It's #econjobmarket season! Here's what I learned about interviews/spiels, hopefully still applicable this year:

Your audience has diverse interests, their questions can go on a tangent, it's your job to pull them back! Respectfully say "That relates to my next point..."
I learned this in a mock interview w/ our lovely John Geanakoplos. His questions threw me in so many directions, jumbled up my thoughts so much that I never got back on track.
So, have MANY mock interviews w/ faculty in many different fields, practice w/ friends, cats & dogs.
Signposting - "Now I’ll go into the data/model/identification" - can help anchor your thoughts, and help interviewers keep track of where you are and what to anticipate next.
Make sure you’ve finished saying all the important points in a section before moving to the next.
I prepared the spiel in several versions. An “elevator spiel” explains the research question and states punchline results in 1 min, phrased colloquially to tell anyone you just met. Never used it at the ASSA meetings though. But it's useful when you meet seminar speakers etc.
A 10min spiel has the core building blocks of your JMP, uses intuitive examples to illustrate abstract concepts (esp. any theory parts), and hints at how challenging and complicated the task is, and how brilliantly you accomplished it. Keep it simple👇
A full-length version (~30min) adds some “drawers” of details under each building block. Which drawers you open depends on interest on the floor.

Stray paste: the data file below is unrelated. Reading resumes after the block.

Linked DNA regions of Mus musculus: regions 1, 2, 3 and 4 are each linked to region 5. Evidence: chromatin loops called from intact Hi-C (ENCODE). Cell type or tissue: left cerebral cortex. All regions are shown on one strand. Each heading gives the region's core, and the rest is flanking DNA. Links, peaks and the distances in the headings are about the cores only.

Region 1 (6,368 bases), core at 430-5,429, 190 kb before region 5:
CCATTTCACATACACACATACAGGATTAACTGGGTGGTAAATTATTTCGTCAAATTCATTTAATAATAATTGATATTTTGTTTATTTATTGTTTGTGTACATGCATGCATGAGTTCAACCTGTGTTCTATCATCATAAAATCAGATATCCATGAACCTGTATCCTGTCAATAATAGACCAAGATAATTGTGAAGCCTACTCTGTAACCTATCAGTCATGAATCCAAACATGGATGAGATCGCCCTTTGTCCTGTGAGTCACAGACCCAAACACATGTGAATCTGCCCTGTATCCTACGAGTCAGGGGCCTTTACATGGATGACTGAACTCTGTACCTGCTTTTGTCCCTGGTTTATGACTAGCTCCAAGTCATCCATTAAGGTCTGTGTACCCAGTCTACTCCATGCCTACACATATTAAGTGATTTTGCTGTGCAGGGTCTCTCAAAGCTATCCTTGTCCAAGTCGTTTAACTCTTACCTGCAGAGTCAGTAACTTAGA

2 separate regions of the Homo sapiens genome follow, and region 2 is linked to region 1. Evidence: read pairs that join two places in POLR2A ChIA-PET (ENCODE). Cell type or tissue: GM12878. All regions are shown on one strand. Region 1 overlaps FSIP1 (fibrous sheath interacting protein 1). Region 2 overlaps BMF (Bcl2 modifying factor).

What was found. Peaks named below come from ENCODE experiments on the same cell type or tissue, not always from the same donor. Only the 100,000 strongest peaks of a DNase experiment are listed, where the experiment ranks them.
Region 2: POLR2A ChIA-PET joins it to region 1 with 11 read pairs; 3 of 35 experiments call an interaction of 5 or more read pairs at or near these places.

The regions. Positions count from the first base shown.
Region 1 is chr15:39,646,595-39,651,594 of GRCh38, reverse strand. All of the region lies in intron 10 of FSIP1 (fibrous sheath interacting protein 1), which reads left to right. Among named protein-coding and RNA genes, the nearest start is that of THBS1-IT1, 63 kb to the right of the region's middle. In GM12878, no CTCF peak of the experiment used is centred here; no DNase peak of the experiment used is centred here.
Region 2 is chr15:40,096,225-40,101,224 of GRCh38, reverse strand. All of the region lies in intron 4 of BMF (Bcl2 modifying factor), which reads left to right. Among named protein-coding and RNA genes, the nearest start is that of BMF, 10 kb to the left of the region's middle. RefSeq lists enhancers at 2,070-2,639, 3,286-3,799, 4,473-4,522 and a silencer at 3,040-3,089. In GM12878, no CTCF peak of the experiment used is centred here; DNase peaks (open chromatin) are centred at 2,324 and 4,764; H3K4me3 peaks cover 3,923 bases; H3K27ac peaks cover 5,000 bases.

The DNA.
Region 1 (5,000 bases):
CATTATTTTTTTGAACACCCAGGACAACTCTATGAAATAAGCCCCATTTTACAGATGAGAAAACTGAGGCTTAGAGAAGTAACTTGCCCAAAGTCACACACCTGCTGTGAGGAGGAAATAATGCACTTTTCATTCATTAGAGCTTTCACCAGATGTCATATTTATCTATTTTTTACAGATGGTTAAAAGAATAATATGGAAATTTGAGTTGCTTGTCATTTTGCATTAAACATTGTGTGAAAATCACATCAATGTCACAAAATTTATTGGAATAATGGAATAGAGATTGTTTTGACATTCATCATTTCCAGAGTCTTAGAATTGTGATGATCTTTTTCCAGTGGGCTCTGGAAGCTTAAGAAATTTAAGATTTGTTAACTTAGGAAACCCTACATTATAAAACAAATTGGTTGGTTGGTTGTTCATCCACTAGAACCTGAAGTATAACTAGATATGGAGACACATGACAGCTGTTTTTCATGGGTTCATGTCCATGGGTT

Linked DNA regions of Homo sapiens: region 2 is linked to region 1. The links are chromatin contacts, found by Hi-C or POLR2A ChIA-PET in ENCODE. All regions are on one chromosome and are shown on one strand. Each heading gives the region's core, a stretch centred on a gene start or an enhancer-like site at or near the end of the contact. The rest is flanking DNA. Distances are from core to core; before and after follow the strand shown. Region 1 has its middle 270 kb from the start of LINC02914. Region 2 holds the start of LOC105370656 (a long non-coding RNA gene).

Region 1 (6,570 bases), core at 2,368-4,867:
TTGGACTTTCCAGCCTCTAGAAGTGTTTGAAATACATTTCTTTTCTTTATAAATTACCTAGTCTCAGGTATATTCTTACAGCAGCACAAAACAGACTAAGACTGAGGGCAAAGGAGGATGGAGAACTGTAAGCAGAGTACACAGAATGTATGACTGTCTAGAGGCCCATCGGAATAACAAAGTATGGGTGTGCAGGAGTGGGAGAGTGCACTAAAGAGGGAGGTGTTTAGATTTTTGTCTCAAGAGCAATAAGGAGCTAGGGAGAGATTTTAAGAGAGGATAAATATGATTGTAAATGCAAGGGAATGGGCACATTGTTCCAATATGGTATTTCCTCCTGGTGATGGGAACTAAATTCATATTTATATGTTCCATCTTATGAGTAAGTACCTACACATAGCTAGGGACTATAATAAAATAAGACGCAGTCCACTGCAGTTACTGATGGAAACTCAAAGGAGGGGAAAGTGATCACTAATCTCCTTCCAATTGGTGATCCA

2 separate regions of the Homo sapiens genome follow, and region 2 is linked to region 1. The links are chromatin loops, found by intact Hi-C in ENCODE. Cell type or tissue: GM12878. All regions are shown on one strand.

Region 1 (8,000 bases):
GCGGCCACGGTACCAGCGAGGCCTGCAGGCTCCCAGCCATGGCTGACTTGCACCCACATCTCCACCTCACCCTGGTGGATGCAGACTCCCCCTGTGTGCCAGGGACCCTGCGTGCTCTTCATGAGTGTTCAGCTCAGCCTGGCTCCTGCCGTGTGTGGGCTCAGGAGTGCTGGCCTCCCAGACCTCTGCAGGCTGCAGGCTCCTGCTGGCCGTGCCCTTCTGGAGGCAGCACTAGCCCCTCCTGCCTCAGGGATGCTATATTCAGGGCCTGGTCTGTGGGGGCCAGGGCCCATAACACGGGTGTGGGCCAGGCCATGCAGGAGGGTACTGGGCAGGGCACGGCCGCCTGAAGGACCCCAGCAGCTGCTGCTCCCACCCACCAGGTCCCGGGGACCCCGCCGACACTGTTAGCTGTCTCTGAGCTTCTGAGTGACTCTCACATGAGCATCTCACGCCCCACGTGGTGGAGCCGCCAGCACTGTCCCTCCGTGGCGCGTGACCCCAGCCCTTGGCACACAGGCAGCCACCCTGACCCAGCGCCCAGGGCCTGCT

For a 30min interview, 15-25min is typically spent on the JMP. I’d say 25min on JMP is probably the norm for academic positions?
Pause. Breathe. Take a moment before you say something important, unexpected or unfamiliar to most people. Give interviewers time to think and engage. It’s better to explain a few points clearly than to run through a flurry of information that no one remembers in the end.
You’ll be stressed and tired, but try to note down new questions after each interview, bc they’ll likely come up again.
Then, hit the RESET button. People’s reactions/tones are often uninformative about whether they like your work. Walk into the next room(Zoom) w/ confidence.
Congratulations on making it this far in the PhD! The last stretch is tough, but it’s also rewarding and fun to discuss your research with a wider audience. All the best of luck to everyone!

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